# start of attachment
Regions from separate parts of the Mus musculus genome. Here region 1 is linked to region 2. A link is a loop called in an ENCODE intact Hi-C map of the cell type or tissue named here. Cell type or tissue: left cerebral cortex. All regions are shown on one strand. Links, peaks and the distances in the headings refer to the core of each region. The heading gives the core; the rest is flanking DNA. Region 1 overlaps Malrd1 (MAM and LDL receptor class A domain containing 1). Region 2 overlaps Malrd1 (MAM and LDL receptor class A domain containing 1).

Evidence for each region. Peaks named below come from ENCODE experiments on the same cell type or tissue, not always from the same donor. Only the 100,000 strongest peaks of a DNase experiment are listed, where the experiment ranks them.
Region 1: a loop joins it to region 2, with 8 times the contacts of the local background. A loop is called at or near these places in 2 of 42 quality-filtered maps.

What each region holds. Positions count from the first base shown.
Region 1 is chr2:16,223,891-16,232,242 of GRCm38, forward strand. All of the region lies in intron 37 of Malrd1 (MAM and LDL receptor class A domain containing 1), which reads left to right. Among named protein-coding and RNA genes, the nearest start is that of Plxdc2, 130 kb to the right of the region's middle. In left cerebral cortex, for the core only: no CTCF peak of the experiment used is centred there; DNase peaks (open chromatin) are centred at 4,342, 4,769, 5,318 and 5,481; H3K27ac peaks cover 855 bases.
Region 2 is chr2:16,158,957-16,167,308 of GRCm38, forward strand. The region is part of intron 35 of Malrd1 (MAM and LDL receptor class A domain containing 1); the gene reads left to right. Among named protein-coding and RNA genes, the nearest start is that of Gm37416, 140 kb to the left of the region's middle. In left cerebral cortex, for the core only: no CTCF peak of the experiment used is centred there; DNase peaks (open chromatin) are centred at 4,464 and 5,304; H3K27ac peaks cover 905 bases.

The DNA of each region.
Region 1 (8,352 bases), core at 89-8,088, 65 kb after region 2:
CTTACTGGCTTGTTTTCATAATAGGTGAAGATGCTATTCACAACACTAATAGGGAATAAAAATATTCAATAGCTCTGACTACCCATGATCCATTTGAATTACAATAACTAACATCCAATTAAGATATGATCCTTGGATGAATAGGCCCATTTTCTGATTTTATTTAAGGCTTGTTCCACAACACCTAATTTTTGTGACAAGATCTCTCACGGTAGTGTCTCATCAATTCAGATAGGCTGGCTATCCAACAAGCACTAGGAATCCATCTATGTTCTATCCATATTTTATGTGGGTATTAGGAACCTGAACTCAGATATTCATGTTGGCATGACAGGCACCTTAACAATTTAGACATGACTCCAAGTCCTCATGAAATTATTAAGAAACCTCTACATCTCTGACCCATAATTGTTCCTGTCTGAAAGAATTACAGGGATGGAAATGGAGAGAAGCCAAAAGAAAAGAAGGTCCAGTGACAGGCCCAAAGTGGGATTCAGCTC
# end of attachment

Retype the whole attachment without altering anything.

Regions from separate parts of the Mus musculus genome. Here region 1 is linked to region 2. A link is a loop called in an ENCODE intact Hi-C map of the cell type or tissue named here. Cell type or tissue: left cerebral cortex. All regions are shown on one strand. Links, peaks and the distances in the headings refer to the core of each region. The heading gives the core; the rest is flanking DNA. Region 1 overlaps Malrd1 (MAM and LDL receptor class A domain containing 1). Region 2 overlaps Malrd1 (MAM and LDL receptor class A domain containing 1).

Evidence for each region. Peaks named below come from ENCODE experiments on the same cell type or tissue, not always from the same donor. Only the 100,000 strongest peaks of a DNase experiment are listed, where the experiment ranks them.
Region 1: a loop joins it to region 2, with 8 times the contacts of the local background. A loop is called at or near these places in 2 of 42 quality-filtered maps.

What each region holds. Positions count from the first base shown.
Region 1 is chr2:16,223,891-16,232,242 of GRCm38, forward strand. All of the region lies in intron 37 of Malrd1 (MAM and LDL receptor class A domain containing 1), which reads left to right. Among named protein-coding and RNA genes, the nearest start is that of Plxdc2, 130 kb to the right of the region's middle. In left cerebral cortex, for the core only: no CTCF peak of the experiment used is centred there; DNase peaks (open chromatin) are centred at 4,342, 4,769, 5,318 and 5,481; H3K27ac peaks cover 855 bases.
Region 2 is chr2:16,158,957-16,167,308 of GRCm38, forward strand. The region is part of intron 35 of Malrd1 (MAM and LDL receptor class A domain containing 1); the gene reads left to right. Among named protein-coding and RNA genes, the nearest start is that of Gm37416, 140 kb to the left of the region's middle. In left cerebral cortex, for the core only: no CTCF peak of the experiment used is centred there; DNase peaks (open chromatin) are centred at 4,464 and 5,304; H3K27ac peaks cover 905 bases.

The DNA of each region.
Region 1 (8,352 bases), core at 89-8,088, 65 kb after region 2:
CTTACTGGCTTGTTTTCATAATAGGTGAAGATGCTATTCACAACACTAATAGGGAATAAAAATATTCAATAGCTCTGACTACCCATGATCCATTTGAATTACAATAACTAACATCCAATTAAGATATGATCCTTGGATGAATAGGCCCATTTTCTGATTTTATTTAAGGCTTGTTCCACAACACCTAATTTTTGTGACAAGATCTCTCACGGTAGTGTCTCATCAATTCAGATAGGCTGGCTATCCAACAAGCACTAGGAATCCATCTATGTTCTATCCATATTTTATGTGGGTATTAGGAACCTGAACTCAGATATTCATGTTGGCATGACAGGCACCTTAACAATTTAGACATGACTCCAAGTCCTCATGAAATTATTAAGAAACCTCTACATCTCTGACCCATAATTGTTCCTGTCTGAAAGAATTACAGGGATGGAAATGGAGAGAAGCCAAAAGAAAAGAAGGTCCAGTGACAGGCCCAAAGTGGGATTCAGCTC